National policies on pregnancy in education systems in sub-Saharan Africa: the case of Botswana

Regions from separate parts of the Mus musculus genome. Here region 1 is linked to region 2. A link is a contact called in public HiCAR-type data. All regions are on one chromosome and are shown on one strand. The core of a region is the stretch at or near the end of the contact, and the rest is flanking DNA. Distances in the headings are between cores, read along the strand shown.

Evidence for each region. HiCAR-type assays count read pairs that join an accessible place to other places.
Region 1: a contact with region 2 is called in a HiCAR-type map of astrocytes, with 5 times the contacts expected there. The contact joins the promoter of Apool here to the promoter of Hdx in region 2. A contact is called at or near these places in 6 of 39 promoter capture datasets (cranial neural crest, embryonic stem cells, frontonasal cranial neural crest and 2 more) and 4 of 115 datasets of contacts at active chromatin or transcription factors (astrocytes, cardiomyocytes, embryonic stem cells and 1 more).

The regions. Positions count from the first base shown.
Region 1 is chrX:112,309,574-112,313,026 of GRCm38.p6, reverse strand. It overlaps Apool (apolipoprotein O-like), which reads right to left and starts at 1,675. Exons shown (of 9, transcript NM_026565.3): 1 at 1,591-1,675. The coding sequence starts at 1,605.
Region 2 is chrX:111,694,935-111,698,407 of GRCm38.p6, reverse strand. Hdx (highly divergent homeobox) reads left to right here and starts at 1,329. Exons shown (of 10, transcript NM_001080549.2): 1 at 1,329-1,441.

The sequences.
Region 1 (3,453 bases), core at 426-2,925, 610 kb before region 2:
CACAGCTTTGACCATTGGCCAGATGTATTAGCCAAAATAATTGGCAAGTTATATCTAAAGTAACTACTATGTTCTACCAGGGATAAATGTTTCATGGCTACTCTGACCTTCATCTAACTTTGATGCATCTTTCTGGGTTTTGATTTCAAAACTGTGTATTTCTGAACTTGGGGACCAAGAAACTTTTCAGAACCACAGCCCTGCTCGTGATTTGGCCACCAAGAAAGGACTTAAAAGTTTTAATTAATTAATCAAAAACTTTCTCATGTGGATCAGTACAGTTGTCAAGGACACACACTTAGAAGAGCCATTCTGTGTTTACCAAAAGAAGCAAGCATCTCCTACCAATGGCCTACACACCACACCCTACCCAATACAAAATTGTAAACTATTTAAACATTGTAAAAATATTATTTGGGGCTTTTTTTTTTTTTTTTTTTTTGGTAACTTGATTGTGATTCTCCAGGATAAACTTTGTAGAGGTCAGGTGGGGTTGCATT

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The article critiques pregnancy policies in the education systems in sub-Saharan Africa. Policies discussed are divided into expulsion, re-entry and continuation policies. Arguing from the standpoint of theories of oppression, it is postulated that expulsion policies symbolise direct violence against girls who become pregnant and are more common in those countries with poor human rights records. Continuation and re-entry policies are prevalent in countries that have ratified the Convention on the Elimination of all Forms of Discrimination Against Women and the Convention on the Rights of Children. It is argued that re-entry policies also violate girl mothers' right to education through a retreat ideology that requires temporary withdrawal of the pregnant girl from school. Moreover, gender inequalities are built into the policies and supported by traditional and institutional ideologies that make re-entry of the girl mother into the school difficult. The Botswana re-entry policy is reviewed to illustrate difficulties in the readmission of girl mothers to school.